Forum Seeks Industry Collaboration for Learning Skills

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Emma Okonji

Participants who attended this year’s e-symposium to commemorate 2021 World Engineering Day, organised by the Nigerian Institute of Electrical and Electronics Engineers (NIEEE), have identified the existing gaps between the academia, technology industry players and the government, that have militated the against the development of the right academic skills needed for the labour market.

A University don, Prof. Gloria Chukwuedebe, therefore called for the collaboration between government, academia and industries towards evolving an implementable engineering curricular, tailored towards Nigeria’s peculiar needs for rapid growth and industrialisation.

Chukwuedebe, who is the Dean, School of Computing and Information Technology, Federal University of Technology Owerri, (FUTO), spoke on the theme: ‘Reforming Electrical Engineering Education.’

She said collaboration towards the right skills for manufacturing was important for academic researches to proffer actual practical solutions to societal problems, while stressing the need for collaboration between industry, government and academia.

Chukwudebe added that the collaboration was important for Nigeria to excel in innovation, research and development and to achieve the UN Sustainable Developing Goals (SDGs) and become a self-sufficient nation.
She said manufacturing would become easier when government’s funding for research is increased to enable industries adapt and perfect the works of researchers.

While giving a detailed history of the evolution of engineering from the first generation to the currently debated 5G technology, she said engineers were working silently in various sectors towards transforming lives globally.

The Dean, Faculty of Technology, University of Ibadan, Prof. Olasebikan Fakolujo, said in 2015 over 250,000 graduates relied on formal jobs, which worsened unemployment in Nigeria.

Fakolujo said engineers stepped in and began to create jobs, but changed the narrative for a while as the problem resurfaced in 2018 with unemployment worsening because the engineers slacked.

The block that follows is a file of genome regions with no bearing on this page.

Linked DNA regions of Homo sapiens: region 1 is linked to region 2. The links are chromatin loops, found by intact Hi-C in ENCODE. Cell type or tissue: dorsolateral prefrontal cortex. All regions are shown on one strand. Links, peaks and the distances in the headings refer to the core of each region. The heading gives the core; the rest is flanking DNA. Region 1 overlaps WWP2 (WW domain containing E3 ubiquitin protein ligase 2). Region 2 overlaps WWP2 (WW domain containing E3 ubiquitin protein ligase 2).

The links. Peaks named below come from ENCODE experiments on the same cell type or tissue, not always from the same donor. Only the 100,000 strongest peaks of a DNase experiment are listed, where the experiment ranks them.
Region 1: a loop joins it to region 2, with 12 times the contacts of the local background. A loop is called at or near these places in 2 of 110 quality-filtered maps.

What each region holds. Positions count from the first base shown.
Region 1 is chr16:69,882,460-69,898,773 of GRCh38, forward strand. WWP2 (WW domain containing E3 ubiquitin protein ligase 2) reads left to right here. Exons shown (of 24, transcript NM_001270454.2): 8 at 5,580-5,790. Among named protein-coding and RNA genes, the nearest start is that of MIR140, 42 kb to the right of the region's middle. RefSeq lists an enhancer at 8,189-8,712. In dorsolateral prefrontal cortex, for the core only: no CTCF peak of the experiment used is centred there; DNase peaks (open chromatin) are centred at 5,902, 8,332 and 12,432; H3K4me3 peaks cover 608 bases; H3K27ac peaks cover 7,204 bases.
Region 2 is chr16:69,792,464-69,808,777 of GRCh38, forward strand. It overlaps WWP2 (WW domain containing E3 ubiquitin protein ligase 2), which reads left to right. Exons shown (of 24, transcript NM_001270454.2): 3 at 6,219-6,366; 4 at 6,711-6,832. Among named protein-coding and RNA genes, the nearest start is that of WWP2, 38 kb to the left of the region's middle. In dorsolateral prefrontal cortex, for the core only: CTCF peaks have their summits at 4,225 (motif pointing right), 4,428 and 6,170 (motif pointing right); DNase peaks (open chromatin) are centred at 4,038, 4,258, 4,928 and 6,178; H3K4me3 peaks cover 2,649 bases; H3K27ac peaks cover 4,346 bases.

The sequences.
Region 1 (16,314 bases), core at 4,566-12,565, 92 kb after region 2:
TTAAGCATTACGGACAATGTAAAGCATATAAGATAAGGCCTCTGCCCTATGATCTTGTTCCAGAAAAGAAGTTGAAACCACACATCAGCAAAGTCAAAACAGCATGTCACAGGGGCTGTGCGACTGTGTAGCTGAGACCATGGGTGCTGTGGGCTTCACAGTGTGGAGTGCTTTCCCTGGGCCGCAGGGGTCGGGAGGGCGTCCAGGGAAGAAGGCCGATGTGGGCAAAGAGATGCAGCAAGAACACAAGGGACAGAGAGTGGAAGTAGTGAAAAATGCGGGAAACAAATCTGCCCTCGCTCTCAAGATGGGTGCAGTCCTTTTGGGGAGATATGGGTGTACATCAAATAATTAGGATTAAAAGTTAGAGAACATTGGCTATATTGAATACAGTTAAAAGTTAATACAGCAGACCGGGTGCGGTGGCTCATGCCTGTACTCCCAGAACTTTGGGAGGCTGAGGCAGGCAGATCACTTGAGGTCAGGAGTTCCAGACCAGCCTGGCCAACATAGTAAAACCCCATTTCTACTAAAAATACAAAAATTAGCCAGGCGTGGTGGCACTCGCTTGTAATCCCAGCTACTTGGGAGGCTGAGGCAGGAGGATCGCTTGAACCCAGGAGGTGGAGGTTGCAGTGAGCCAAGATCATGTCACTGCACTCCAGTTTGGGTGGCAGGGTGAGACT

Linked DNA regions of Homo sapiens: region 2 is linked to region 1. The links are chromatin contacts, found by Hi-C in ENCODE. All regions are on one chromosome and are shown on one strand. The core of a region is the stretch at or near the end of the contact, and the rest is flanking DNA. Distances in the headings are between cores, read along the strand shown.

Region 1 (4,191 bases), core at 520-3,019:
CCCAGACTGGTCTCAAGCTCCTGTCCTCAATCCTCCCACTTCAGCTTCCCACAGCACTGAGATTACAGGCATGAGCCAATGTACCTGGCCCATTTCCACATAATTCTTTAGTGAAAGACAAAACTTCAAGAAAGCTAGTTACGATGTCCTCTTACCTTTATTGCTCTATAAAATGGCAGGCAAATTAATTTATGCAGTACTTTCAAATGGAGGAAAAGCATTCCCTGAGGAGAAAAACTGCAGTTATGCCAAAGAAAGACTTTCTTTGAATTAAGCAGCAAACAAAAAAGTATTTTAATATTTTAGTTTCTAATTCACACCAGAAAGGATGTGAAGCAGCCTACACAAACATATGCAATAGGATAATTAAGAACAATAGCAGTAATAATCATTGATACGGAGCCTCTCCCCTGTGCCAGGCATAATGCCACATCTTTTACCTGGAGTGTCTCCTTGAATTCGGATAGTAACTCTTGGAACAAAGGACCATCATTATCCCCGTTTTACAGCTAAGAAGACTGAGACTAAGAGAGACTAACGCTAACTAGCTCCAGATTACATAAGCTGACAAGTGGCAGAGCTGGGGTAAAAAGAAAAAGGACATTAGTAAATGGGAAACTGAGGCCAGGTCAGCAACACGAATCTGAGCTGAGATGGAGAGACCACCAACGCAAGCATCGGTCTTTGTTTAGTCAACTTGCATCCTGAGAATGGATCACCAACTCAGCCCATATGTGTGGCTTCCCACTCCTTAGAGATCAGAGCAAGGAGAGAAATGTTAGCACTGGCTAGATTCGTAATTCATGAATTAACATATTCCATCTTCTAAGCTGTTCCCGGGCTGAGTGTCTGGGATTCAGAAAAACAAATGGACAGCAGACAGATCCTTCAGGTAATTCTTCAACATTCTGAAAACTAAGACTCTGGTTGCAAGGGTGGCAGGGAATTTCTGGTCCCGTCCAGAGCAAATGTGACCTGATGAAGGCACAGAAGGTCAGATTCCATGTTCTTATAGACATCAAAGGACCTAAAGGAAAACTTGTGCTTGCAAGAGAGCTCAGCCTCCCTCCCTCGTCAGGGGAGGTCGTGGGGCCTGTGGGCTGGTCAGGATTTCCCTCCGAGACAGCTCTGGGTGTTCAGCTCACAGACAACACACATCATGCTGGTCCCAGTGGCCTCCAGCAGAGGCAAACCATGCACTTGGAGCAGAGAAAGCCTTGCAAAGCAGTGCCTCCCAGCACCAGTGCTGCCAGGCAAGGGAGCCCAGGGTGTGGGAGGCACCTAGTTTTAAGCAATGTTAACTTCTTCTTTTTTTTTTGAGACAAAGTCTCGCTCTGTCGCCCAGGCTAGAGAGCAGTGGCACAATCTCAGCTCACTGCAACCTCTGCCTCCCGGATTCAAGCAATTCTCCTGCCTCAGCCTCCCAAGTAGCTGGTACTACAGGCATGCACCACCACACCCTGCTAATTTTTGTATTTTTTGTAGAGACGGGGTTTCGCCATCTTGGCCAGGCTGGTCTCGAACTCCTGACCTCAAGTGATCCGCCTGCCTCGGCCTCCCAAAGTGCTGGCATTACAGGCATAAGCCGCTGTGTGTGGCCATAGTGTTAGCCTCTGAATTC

“The graduate engineer should be innovative to create jobs,’’ he said, adding that engineering education fared well in early years after independence because teachers taught with adequate practical background and industry knowledge.

He said the trend had changed with lecturers teaching with outdated notes that did not meet up with current electrical and electronic training requirements hence, the gap in the curriculum.

He appealed to industries to enforce standards and promote local content, and should not use the industrial training period as a time to send interns on errands instead of equipping them with practical knowledge.

Registrar, Council for the Regulation of Engineering in Nigeria (COREN), Prof. Joseph Odigure, said Nigerian graduates do not fit into the 21st century engineering community because the technological space is evolving.

Odigure, who was represented by Prof. Eyitayo Agfolabi, said Nigerian students could not cope after learning outdated methods, hence the introduction of Outcome Based Education (OBE) by COREN which brings students and industries together.

National Chairman, Nigerian Institute of Electrical and Electronic Engineers (NIEEE), Mr. Adeyemi Kings, in his opening remarks said engineering entrepreneurship was important for wealth creation to tackle the economic challenges of COVID-19.

“There is an urgent need to strengthen engineering design education, which is significant component of undergraduate engineering education. This is critical for long term development and ripple into economic development,’’ he said.